Tracheostomy management in Acute Care Facilities – a matter of teamwork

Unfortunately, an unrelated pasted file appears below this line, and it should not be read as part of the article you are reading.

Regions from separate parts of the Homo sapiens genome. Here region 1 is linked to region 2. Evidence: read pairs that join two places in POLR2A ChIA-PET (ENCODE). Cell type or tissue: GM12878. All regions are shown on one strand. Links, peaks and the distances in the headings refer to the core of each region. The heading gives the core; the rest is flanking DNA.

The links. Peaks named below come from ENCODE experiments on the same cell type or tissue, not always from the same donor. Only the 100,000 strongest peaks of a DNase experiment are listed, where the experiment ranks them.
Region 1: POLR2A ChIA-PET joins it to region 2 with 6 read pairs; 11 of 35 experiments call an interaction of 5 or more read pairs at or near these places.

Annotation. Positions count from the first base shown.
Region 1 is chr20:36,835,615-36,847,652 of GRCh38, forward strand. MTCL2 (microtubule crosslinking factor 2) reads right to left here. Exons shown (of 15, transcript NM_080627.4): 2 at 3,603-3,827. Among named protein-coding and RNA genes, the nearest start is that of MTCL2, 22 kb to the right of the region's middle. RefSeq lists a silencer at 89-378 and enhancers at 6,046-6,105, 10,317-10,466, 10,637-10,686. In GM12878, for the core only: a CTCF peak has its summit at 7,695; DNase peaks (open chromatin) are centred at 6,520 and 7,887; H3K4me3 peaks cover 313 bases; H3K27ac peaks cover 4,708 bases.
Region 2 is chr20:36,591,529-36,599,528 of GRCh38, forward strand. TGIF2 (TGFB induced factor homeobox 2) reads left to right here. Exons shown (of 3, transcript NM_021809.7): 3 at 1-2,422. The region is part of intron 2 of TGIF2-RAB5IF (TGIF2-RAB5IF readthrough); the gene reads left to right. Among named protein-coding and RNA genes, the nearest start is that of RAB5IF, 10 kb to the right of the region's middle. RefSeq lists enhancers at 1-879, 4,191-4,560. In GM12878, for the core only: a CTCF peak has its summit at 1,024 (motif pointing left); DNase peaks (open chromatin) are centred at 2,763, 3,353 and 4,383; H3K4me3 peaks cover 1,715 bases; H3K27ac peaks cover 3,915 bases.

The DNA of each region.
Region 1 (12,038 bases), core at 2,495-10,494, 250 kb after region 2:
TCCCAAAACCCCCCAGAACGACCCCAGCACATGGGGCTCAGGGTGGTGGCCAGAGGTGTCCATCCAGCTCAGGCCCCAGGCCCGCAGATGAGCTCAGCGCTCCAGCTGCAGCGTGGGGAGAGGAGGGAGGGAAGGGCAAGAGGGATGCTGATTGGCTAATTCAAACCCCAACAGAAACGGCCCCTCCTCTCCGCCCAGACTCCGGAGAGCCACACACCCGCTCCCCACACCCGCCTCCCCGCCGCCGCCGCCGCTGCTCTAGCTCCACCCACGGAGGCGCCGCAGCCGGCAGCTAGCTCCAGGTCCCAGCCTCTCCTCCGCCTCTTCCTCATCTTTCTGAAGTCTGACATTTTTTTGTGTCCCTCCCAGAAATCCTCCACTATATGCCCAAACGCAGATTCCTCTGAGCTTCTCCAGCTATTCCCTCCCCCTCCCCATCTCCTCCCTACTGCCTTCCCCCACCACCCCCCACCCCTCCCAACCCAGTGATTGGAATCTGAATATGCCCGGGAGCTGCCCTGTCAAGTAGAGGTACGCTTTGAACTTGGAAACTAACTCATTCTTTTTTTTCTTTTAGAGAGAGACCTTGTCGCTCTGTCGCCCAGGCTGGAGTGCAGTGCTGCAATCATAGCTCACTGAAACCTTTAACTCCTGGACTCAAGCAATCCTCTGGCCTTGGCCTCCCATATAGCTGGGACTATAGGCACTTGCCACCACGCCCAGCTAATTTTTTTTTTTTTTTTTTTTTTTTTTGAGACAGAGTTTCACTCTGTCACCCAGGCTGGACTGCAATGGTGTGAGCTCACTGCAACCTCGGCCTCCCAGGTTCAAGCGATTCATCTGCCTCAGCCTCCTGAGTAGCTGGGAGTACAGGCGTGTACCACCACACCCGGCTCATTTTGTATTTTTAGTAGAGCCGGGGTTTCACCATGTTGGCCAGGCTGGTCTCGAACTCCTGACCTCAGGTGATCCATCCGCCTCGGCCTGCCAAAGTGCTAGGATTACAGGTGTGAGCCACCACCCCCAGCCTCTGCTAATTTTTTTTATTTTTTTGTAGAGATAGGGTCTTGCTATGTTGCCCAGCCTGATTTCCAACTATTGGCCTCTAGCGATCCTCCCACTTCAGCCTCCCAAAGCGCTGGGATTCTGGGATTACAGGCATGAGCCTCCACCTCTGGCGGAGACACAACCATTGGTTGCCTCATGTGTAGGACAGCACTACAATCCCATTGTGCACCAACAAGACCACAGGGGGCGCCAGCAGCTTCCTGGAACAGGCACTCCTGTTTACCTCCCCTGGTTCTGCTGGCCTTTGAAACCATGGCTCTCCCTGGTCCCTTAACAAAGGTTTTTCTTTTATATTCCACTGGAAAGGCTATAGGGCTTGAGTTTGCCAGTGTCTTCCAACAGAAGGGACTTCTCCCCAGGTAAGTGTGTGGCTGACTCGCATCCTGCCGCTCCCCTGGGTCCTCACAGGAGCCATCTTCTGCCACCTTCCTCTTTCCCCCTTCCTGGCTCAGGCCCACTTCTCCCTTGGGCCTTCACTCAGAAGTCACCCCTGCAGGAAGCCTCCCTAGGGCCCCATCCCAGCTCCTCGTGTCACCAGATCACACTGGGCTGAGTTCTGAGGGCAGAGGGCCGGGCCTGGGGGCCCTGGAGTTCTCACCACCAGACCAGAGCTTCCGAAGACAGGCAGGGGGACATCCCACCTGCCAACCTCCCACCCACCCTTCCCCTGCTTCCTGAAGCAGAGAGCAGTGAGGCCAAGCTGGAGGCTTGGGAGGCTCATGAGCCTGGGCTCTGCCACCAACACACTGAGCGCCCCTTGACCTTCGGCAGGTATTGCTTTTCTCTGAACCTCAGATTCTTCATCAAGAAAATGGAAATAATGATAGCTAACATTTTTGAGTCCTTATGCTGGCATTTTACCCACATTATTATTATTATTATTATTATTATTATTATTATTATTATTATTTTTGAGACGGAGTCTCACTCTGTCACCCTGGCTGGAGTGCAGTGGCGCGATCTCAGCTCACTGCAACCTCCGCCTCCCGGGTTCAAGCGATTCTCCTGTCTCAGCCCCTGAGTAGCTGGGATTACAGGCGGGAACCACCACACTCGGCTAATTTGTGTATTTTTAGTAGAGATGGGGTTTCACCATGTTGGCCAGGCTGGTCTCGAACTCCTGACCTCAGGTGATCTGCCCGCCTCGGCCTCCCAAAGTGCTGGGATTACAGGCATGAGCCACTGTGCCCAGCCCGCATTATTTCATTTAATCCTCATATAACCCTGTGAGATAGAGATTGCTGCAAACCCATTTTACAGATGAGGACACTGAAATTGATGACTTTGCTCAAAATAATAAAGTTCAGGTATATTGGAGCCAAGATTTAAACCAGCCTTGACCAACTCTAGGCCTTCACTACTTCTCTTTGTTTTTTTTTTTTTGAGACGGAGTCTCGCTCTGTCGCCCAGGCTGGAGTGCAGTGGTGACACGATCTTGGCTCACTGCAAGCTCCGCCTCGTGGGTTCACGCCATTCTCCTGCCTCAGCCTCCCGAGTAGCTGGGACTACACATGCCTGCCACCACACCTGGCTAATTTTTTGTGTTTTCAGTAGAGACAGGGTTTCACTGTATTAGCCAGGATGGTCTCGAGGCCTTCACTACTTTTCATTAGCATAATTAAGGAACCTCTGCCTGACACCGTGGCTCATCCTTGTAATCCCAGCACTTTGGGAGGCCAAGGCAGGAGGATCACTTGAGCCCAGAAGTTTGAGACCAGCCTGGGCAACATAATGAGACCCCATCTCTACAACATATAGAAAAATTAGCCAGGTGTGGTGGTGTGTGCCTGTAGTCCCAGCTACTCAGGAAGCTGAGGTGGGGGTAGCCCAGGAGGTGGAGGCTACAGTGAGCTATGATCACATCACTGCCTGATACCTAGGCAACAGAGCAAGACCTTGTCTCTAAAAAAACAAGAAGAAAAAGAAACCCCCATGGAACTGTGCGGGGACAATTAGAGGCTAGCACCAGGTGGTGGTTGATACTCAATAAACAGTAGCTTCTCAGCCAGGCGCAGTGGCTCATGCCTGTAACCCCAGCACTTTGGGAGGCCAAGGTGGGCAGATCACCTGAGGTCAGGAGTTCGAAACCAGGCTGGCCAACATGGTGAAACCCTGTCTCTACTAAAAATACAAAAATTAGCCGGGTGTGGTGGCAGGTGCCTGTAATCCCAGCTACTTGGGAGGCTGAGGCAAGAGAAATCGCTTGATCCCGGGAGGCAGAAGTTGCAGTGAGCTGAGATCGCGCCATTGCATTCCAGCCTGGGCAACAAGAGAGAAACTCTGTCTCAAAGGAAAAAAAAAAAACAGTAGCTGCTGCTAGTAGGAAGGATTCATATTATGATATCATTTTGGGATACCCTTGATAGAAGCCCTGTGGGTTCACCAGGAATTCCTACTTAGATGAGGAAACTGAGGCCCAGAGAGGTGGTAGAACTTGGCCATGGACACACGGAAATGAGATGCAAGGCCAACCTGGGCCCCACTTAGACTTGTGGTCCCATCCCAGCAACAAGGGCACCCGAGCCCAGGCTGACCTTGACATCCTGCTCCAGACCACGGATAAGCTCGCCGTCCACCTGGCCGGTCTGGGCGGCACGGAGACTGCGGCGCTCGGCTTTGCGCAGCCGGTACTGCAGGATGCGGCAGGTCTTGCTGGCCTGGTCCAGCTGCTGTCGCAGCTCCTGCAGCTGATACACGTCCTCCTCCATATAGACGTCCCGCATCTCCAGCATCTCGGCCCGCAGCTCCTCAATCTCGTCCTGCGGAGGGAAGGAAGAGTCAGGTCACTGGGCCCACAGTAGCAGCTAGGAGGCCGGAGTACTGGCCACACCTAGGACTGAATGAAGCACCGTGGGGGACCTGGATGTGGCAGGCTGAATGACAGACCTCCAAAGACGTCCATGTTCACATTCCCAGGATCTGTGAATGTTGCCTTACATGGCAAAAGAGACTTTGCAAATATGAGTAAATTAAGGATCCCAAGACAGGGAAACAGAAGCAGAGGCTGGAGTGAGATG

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Aim.Implement and evaluate an inter-disciplinary team approach to tracheostomy management in non-critical care.Background.Trends towards early tracheostomy in intensive care units (ICU) have led to increased numbers of tracheostomy patients. Together with the push for earlier discharge from ICU, this poses challenges across disciplines and wards. Even though tracheostomy is performed across a range of patient groups, tracheostomy care is seen as the domain of specialist clinicians in critical care. It is crucial to ensure quality care regardless of the patient's destination after ICU.Design.A mixed method evaluation incorporating quantitative and qualitative approaches.Method.Data collection included pre-implementation and postimplementation clinical audits and staff surveys and a postimplementation tracheostomy team focus group. Descriptive and inferential analysis was used to identify changes in clinical indicators and staff experiences. Focus group data were analysed using iterative processes of thematic analysis.Results.Findings revealed significant reductions in mean hospital length of stay (LOS) for survivors from 50–27 days (p < 0·0001) and an increase in the number of tracheostomy patients transferred to non-critical care wards in the postgroup (p = 0·006). The number of wards accepting patients from ICU increased from 3–7 and there was increased staff knowledge, confidence and awareness of the team's role.Conclusion.The team approach has led to work practice and patient outcome improvements. Organisational acceptance of the team has led to more wards indicating willingness to accept tracheostomy patients. Improved communication has resulted in more timely referral and better patient outcomes.Relevance to clinical practice.This study highlights the importance of inter-disciplinary teamwork in achieving effective patient outcomes and efficiencies. It offers a model of inter-disciplinary practice, supported by communication and data management that can be replicated across other patient groups.

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